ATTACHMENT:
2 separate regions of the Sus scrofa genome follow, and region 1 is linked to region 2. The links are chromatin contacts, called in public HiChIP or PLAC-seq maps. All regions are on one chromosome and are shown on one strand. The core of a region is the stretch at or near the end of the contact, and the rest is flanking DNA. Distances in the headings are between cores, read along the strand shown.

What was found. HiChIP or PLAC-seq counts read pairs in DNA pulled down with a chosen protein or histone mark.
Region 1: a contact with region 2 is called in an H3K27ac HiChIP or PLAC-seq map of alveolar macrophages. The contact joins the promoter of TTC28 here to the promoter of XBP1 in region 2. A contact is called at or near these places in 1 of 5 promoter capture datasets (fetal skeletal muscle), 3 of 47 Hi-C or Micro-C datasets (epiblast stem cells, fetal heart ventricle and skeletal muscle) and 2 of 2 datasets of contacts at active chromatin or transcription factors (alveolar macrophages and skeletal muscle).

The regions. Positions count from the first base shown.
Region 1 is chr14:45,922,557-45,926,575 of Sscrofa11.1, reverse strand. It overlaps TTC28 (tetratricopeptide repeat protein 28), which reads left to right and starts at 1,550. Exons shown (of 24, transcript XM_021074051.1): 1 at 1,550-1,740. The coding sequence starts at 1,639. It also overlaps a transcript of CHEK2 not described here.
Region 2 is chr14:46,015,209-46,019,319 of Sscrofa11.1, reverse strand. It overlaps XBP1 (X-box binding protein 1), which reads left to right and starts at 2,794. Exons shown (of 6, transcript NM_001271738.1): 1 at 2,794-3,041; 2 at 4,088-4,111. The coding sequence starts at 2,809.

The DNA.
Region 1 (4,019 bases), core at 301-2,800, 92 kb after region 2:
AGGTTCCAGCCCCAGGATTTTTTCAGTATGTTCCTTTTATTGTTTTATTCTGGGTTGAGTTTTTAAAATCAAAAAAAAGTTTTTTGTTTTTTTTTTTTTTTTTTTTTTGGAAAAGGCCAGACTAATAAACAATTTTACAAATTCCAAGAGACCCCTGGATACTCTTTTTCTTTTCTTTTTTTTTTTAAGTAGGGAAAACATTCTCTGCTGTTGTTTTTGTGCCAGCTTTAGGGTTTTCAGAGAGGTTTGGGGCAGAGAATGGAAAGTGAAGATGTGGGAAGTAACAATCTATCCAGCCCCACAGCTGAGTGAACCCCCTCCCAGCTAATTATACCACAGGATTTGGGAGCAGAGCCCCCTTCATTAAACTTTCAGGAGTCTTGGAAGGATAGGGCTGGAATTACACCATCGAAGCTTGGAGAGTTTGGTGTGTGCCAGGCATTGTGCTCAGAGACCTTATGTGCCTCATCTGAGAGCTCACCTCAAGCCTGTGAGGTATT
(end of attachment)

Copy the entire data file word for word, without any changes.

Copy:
2 separate regions of the Sus scrofa genome follow, and region 1 is linked to region 2. The links are chromatin contacts, called in public HiChIP or PLAC-seq maps. All regions are on one chromosome and are shown on one strand. The core of a region is the stretch at or near the end of the contact, and the rest is flanking DNA. Distances in the headings are between cores, read along the strand shown.

What was found. HiChIP or PLAC-seq counts read pairs in DNA pulled down with a chosen protein or histone mark.
Region 1: a contact with region 2 is called in an H3K27ac HiChIP or PLAC-seq map of alveolar macrophages. The contact joins the promoter of TTC28 here to the promoter of XBP1 in region 2. A contact is called at or near these places in 1 of 5 promoter capture datasets (fetal skeletal muscle), 3 of 47 Hi-C or Micro-C datasets (epiblast stem cells, fetal heart ventricle and skeletal muscle) and 2 of 2 datasets of contacts at active chromatin or transcription factors (alveolar macrophages and skeletal muscle).

The regions. Positions count from the first base shown.
Region 1 is chr14:45,922,557-45,926,575 of Sscrofa11.1, reverse strand. It overlaps TTC28 (tetratricopeptide repeat protein 28), which reads left to right and starts at 1,550. Exons shown (of 24, transcript XM_021074051.1): 1 at 1,550-1,740. The coding sequence starts at 1,639. It also overlaps a transcript of CHEK2 not described here.
Region 2 is chr14:46,015,209-46,019,319 of Sscrofa11.1, reverse strand. It overlaps XBP1 (X-box binding protein 1), which reads left to right and starts at 2,794. Exons shown (of 6, transcript NM_001271738.1): 1 at 2,794-3,041; 2 at 4,088-4,111. The coding sequence starts at 2,809.

The DNA.
Region 1 (4,019 bases), core at 301-2,800, 92 kb after region 2:
AGGTTCCAGCCCCAGGATTTTTTCAGTATGTTCCTTTTATTGTTTTATTCTGGGTTGAGTTTTTAAAATCAAAAAAAAGTTTTTTGTTTTTTTTTTTTTTTTTTTTTTGGAAAAGGCCAGACTAATAAACAATTTTACAAATTCCAAGAGACCCCTGGATACTCTTTTTCTTTTCTTTTTTTTTTTAAGTAGGGAAAACATTCTCTGCTGTTGTTTTTGTGCCAGCTTTAGGGTTTTCAGAGAGGTTTGGGGCAGAGAATGGAAAGTGAAGATGTGGGAAGTAACAATCTATCCAGCCCCACAGCTGAGTGAACCCCCTCCCAGCTAATTATACCACAGGATTTGGGAGCAGAGCCCCCTTCATTAAACTTTCAGGAGTCTTGGAAGGATAGGGCTGGAATTACACCATCGAAGCTTGGAGAGTTTGGTGTGTGCCAGGCATTGTGCTCAGAGACCTTATGTGCCTCATCTGAGAGCTCACCTCAAGCCTGTGAGGTATT